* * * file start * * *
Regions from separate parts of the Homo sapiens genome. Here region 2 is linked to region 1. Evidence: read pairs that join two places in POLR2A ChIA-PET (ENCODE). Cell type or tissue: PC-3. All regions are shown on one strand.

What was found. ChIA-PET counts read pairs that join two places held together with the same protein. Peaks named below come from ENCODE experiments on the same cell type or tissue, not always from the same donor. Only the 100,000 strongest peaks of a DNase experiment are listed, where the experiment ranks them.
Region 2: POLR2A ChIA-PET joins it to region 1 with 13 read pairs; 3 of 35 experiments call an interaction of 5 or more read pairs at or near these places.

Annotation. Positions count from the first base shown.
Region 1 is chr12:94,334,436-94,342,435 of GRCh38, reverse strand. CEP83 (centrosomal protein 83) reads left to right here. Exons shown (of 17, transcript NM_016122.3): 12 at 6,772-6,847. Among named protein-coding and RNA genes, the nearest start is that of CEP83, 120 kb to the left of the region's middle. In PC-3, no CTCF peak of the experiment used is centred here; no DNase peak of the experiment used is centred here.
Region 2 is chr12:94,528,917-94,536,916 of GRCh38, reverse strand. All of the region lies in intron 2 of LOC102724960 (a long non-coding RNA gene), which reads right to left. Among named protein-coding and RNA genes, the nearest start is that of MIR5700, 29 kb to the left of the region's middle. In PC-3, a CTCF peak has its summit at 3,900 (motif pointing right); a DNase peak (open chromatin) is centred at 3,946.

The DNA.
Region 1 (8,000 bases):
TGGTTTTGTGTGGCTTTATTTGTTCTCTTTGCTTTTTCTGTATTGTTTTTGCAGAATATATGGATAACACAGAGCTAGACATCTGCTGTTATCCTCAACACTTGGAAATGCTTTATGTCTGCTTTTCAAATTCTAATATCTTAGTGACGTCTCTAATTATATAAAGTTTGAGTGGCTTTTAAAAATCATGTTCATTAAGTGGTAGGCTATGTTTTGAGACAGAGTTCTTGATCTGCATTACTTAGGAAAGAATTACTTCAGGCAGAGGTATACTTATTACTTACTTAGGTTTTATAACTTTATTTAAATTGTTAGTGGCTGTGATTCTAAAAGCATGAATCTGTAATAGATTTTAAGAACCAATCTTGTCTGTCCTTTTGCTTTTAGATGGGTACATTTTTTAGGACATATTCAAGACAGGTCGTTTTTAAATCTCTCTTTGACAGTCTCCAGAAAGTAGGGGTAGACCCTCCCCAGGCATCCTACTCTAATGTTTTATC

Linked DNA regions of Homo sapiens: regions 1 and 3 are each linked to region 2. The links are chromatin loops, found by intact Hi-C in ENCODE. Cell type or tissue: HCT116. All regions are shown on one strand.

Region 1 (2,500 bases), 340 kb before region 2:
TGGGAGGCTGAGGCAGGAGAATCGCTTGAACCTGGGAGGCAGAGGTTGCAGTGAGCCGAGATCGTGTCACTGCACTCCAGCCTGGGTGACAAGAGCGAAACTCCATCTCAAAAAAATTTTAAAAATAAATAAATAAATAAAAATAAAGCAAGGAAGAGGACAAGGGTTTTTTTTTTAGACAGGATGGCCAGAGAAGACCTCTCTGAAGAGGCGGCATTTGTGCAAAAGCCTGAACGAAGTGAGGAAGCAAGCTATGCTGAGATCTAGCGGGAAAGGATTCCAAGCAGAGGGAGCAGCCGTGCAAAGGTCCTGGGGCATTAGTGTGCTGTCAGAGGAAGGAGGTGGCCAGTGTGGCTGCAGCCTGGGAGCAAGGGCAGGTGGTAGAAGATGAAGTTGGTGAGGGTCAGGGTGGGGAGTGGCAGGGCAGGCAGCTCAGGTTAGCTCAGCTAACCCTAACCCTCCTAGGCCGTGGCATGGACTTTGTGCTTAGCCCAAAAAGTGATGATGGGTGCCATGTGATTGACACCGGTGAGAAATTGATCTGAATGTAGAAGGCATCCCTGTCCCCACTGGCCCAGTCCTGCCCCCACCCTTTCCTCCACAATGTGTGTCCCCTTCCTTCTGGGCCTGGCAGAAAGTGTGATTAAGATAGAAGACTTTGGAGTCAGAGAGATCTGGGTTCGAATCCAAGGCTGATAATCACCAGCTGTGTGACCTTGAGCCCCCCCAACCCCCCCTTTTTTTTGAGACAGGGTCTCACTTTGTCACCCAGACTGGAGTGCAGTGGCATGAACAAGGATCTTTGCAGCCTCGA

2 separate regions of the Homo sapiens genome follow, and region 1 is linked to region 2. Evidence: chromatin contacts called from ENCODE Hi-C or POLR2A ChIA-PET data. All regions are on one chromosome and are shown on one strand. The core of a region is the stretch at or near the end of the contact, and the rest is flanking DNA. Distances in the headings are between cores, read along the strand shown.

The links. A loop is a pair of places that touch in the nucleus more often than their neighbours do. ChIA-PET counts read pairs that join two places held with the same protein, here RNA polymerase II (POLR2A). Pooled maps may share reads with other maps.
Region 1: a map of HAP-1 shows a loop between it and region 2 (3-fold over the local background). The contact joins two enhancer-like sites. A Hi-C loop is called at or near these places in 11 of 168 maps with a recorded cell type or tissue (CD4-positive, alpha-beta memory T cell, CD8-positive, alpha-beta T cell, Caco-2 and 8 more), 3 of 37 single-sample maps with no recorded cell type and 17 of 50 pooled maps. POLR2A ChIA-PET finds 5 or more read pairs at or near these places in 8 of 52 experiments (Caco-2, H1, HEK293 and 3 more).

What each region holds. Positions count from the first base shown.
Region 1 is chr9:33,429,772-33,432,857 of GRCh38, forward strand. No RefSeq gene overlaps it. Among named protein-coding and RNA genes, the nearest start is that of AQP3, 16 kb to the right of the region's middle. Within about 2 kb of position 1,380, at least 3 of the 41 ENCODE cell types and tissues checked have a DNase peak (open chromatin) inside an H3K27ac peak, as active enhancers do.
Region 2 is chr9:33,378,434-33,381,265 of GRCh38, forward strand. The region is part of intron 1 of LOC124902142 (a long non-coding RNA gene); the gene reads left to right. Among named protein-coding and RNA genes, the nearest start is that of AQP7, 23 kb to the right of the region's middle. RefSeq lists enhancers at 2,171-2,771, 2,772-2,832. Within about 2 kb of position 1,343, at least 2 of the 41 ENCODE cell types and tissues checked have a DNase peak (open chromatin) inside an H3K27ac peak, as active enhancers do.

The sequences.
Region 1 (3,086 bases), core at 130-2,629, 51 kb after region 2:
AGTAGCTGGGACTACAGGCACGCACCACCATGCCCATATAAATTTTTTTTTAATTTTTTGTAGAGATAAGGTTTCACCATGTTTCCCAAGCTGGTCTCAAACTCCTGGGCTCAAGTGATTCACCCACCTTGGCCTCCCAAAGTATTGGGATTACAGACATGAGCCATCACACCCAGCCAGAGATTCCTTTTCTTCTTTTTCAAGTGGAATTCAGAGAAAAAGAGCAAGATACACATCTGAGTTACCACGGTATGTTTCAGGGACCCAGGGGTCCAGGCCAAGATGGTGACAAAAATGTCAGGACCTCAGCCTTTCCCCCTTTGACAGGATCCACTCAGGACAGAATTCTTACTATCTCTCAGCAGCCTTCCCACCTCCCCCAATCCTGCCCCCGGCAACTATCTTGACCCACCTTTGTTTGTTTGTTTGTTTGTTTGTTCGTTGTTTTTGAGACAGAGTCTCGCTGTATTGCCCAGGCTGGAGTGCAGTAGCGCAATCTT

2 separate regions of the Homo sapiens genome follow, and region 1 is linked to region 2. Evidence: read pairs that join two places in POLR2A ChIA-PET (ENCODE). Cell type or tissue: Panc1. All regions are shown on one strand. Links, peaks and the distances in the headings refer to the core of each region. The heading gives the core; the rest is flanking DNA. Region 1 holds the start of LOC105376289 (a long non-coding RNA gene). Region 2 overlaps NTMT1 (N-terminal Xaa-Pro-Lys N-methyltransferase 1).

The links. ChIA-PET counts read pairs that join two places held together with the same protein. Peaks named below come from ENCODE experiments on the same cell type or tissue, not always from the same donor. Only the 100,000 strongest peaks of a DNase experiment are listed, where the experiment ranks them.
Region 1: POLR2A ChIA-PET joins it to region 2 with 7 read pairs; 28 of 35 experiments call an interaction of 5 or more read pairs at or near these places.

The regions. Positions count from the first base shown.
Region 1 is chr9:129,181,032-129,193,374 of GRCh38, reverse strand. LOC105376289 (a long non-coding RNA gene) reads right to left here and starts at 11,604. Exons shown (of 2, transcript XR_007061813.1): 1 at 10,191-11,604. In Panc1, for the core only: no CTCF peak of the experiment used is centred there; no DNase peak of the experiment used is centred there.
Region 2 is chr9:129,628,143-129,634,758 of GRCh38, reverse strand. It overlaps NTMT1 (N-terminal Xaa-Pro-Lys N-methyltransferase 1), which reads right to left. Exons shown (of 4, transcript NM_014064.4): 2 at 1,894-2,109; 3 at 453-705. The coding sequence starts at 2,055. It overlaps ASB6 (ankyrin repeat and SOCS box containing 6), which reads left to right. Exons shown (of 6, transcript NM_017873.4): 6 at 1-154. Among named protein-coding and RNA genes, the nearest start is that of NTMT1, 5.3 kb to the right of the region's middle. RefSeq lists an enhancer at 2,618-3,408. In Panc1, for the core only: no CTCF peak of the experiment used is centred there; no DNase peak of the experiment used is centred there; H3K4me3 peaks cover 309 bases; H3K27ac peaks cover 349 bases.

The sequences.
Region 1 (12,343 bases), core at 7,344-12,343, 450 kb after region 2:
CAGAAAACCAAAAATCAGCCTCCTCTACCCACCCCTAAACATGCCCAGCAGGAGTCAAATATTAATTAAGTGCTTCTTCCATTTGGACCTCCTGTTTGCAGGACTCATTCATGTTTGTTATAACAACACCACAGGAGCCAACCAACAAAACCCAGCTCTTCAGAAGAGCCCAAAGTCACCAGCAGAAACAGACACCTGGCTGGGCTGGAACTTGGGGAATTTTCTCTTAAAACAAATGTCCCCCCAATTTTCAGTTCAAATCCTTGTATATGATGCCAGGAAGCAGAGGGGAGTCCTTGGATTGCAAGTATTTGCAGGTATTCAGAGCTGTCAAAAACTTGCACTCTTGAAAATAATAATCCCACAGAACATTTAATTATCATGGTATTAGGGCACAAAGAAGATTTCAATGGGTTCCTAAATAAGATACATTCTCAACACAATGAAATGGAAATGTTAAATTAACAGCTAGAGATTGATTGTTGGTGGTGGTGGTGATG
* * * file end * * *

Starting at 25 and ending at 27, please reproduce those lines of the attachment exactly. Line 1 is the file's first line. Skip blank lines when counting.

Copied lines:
The regions. Positions count from the first base shown.
Region 1 is chr9:129,181,032-129,193,374 of GRCh38, reverse strand. LOC105376289 (a long non-coding RNA gene) reads right to left here and starts at 11,604. Exons shown (of 2, transcript XR_007061813.1): 1 at 10,191-11,604. In Panc1, for the core only: no CTCF peak of the experiment used is centred there; no DNase peak of the experiment used is centred there.
Region 2 is chr9:129,628,143-129,634,758 of GRCh38, reverse strand. It overlaps NTMT1 (N-terminal Xaa-Pro-Lys N-methyltransferase 1), which reads right to left. Exons shown (of 4, transcript NM_014064.4): 2 at 1,894-2,109; 3 at 453-705. The coding sequence starts at 2,055. It overlaps ASB6 (ankyrin repeat and SOCS box containing 6), which reads left to right. Exons shown (of 6, transcript NM_017873.4): 6 at 1-154. Among named protein-coding and RNA genes, the nearest start is that of NTMT1, 5.3 kb to the right of the region's middle. RefSeq lists an enhancer at 2,618-3,408. In Panc1, for the core only: no CTCF peak of the experiment used is centred there; no DNase peak of the experiment used is centred there; H3K4me3 peaks cover 309 bases; H3K27ac peaks cover 349 bases.